Markets Roar Back…..

U.S. equities finished with solid gains, paring a recent rout that took the NASDAQ into correction territory. Technology issues led the way as Dow member Microsoft headlined a flood of mostly positive earnings reports. Treasury yields were higher and the U.S. dollar gained ground amid some weakness in the euro following the European Central Bank’s monetary policy decision. Meanwhile, crude oil prices were mixed and gold was lower.

The Dow Jones Industrial Average (DJIA) jumped 401 points (1.6%) to 24,985, the S&P 500 Index rose 50 points (1.9%) to 2,706, and the NASDAQ Composite rallied 210 points (3.0%) to 7,318. In heavy volume, 1.1 billion shares were traded on the NYSE and 2.7 billion shares changed hands on the NASDAQ. WTI crude oil rose $0.51 to $67.33 per barrel and wholesale gasoline was $0.01 lower at $1.81 per gallon. Elsewhere, the Bloomberg gold spot price decreased $3.57 to $1,230.22 per ounce, and the Dollar Index—a comparison of the U.S. dollar to six major world currencies—was 0.2% higher at 96.65.

September preliminary durable goods orders rose 0.8% month-over-month (m/m), compared to the Bloomberg estimate of a 1.5% decline and August’s upwardly-revised 4.6% rise. Ex-transportation, orders were up 0.1% m/m, versus forecasts of a 0.4% rise and compared to August’s upwardly-revised 0.3% gain. Orders for non-defense capital goods excluding aircraft, considered a proxy for business spending, dipped 0.1%, below projections of a 0.5% gain, and the prior month’s figure was revised favorably to a 0.2% decline from the initially reported 0.9% decrease.

Weekly initial jobless claims rose by 5,000 to 215,000, matching estimates, from the prior week’s unrevised 210,000 figure. The four-week moving average was unchanged at 211,750, while continuing claims decreased by 5,000 to 1,636,000, south of estimates of 1,644,000.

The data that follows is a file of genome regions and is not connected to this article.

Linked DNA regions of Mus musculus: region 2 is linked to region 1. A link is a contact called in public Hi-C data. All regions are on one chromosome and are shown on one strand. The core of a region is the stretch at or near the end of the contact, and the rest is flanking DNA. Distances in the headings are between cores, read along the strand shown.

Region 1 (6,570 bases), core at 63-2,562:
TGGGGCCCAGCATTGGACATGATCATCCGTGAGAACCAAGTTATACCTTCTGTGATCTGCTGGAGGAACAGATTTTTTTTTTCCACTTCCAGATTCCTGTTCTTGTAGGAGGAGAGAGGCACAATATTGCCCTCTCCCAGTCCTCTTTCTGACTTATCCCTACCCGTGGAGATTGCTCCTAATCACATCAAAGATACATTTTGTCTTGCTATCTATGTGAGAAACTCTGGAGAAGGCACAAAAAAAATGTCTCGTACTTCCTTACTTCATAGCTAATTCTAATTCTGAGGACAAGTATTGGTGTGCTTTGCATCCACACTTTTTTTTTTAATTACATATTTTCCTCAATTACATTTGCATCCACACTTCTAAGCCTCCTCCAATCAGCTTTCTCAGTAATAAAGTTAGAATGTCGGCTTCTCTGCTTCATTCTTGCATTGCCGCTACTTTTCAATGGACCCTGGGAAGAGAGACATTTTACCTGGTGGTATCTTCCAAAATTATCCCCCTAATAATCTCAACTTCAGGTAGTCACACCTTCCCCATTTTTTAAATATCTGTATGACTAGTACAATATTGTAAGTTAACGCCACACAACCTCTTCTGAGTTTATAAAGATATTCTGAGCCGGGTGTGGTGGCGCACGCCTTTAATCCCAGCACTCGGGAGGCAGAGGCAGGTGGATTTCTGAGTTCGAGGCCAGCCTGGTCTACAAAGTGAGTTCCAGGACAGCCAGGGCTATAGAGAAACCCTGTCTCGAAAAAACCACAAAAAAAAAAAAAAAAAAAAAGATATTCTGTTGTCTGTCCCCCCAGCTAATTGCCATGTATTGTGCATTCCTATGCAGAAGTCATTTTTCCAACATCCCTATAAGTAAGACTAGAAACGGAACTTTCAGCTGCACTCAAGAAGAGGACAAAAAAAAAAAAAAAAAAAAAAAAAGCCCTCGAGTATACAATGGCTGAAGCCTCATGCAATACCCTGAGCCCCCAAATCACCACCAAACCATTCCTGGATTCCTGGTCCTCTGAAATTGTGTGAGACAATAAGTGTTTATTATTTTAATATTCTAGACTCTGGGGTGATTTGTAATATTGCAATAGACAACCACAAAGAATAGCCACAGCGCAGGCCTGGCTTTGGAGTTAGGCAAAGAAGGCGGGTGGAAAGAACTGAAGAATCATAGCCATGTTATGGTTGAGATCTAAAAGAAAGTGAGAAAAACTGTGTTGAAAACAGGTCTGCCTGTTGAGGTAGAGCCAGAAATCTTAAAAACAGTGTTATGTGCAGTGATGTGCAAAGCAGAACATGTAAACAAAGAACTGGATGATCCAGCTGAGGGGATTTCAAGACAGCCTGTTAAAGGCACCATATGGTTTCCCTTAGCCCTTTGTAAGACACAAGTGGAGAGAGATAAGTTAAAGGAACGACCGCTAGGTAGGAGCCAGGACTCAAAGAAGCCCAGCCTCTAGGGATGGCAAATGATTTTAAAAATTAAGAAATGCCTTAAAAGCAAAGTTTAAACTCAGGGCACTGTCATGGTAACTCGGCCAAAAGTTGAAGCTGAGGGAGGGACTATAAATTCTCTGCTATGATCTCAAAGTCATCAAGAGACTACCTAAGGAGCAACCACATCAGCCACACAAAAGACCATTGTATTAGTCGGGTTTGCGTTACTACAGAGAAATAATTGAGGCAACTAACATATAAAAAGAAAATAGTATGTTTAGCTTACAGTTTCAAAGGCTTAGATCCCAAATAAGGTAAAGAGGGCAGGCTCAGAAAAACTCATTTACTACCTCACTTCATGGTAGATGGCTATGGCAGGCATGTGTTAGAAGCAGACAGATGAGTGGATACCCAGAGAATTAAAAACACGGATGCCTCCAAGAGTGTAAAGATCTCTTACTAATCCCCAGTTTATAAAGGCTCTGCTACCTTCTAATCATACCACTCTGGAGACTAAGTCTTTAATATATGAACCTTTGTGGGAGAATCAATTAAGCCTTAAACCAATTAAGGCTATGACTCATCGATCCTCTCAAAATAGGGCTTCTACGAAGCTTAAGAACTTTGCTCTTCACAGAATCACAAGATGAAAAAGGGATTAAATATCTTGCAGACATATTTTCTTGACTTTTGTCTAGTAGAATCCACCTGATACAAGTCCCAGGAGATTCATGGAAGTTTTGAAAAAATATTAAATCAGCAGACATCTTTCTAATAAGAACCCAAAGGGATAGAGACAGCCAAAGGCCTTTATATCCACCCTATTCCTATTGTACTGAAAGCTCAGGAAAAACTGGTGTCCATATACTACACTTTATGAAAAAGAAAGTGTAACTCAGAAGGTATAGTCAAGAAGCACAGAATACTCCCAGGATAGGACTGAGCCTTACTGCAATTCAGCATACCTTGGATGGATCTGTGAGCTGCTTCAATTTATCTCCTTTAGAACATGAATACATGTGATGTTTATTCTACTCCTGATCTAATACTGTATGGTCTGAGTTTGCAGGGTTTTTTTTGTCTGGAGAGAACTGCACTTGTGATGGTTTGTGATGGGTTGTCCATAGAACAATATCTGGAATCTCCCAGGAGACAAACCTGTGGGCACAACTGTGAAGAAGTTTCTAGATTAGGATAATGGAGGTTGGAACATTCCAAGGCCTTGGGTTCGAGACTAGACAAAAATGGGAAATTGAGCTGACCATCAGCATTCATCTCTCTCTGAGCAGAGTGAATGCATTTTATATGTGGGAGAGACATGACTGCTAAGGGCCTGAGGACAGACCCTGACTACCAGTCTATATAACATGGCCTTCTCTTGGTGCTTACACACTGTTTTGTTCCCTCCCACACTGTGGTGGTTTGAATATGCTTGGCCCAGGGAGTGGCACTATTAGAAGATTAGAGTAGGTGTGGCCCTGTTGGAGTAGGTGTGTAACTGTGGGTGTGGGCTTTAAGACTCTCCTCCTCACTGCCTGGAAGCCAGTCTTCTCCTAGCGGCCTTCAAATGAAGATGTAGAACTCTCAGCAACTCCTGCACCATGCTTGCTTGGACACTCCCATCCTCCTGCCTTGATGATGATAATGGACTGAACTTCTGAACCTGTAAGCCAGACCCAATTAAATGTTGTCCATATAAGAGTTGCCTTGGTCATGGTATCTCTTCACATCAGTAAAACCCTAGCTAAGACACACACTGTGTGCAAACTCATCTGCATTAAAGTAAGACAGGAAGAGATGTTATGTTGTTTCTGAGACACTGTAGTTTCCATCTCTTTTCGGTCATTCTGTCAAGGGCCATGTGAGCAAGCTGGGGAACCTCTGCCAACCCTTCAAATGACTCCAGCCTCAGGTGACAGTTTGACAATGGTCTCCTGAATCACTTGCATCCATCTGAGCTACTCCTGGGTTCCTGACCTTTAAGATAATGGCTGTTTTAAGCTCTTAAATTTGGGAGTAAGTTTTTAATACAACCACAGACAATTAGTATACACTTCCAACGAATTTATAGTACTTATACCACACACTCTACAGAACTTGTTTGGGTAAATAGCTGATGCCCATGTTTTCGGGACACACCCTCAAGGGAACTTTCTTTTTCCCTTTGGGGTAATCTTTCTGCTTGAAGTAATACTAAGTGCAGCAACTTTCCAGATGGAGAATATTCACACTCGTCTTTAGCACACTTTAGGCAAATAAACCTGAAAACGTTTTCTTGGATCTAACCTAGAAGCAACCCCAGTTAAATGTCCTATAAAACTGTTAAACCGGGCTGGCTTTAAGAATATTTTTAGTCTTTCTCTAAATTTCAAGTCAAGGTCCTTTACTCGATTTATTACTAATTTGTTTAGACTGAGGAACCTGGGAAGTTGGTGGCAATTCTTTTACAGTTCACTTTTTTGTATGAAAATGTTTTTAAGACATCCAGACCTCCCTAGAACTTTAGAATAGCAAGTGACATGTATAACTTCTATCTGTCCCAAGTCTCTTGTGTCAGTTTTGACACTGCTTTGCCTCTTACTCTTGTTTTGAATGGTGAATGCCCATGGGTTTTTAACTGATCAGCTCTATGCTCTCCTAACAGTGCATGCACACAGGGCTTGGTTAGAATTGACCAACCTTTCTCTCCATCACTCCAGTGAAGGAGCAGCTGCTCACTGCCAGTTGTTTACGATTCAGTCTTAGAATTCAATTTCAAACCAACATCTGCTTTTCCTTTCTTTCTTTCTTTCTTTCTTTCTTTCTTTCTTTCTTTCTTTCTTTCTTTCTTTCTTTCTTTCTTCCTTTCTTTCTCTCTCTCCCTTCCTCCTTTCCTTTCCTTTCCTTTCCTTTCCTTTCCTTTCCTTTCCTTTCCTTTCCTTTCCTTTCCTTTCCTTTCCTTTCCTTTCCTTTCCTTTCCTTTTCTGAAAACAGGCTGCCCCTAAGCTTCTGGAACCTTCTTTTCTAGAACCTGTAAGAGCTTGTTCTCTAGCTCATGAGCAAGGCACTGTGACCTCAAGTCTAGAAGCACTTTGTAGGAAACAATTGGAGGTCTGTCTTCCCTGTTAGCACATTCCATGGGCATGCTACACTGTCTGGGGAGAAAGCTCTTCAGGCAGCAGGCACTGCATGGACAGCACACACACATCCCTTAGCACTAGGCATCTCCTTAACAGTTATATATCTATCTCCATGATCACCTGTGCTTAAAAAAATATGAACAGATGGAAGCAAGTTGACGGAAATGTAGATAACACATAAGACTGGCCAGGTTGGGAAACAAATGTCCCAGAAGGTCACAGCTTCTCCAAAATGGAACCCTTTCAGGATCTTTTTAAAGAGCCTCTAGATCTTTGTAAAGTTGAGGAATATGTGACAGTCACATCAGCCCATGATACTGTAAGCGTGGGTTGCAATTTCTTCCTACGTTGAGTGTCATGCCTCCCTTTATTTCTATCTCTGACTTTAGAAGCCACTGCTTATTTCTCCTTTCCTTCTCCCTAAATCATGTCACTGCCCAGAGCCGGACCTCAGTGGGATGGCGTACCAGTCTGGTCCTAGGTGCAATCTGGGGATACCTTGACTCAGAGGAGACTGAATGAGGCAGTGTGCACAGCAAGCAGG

The advance goods trade balance unexpectedly widened to a deficit of $76.0 billion in September, from the downwardly-revised $75.5 billion in August, and versus expectations of a $75.1 billion shortfall.

Preliminary wholesale inventories were up 0.3% m/m in September, versus forecasts of a 0.5% gain, and following August’s downwardly-revised 0.9% increase.

Pending home sales rose 0.5% m/m in September, versus projections of a flat reading, and following the downwardly-revised 1.9% decline registered in August. Sales were 3.4% lower y/y, compared to the expected 2.6% drop. Pending home sales reflect contract signings and are a gauge of the pipeline of existing home sales, which posted the sixth-straight monthly decline in September.

The October Kansas City Fed Manufacturing Activity Index showed growth decelerated more than expected, falling to 8 from September’s 13 level, versus forecasts of 14, but a reading above zero denotes expansion.

Treasuries were lower, as the yields on the 2-year and 10-year notes rose 3 basis points (bps) to 2.86% and 3.14%, respectively, while the 30-year bond rate ticked 1 basis point higher to 3.35%.

©2018 Charles Schwab & Co., Inc., Member SIPC. All rights reserved.

Schwab Center for Financial Research (“SCFR”) is a division of Charles Schwab & Co., Inc. The information contained herein is obtained from third-party sources and believed to be reliable, but its accuracy or completeness is not guaranteed. This report is for informational purposes only and is not a solicitation, or a recommendation that any particular investor should purchase or sell any particular security. The investment information mentioned here may not be suitable for everyone. Each investor needs to review an investment strategy for his or her own particular situation before making any investment decision. All expressions of opinions are subject to change without notice in reaction to shifting market conditions.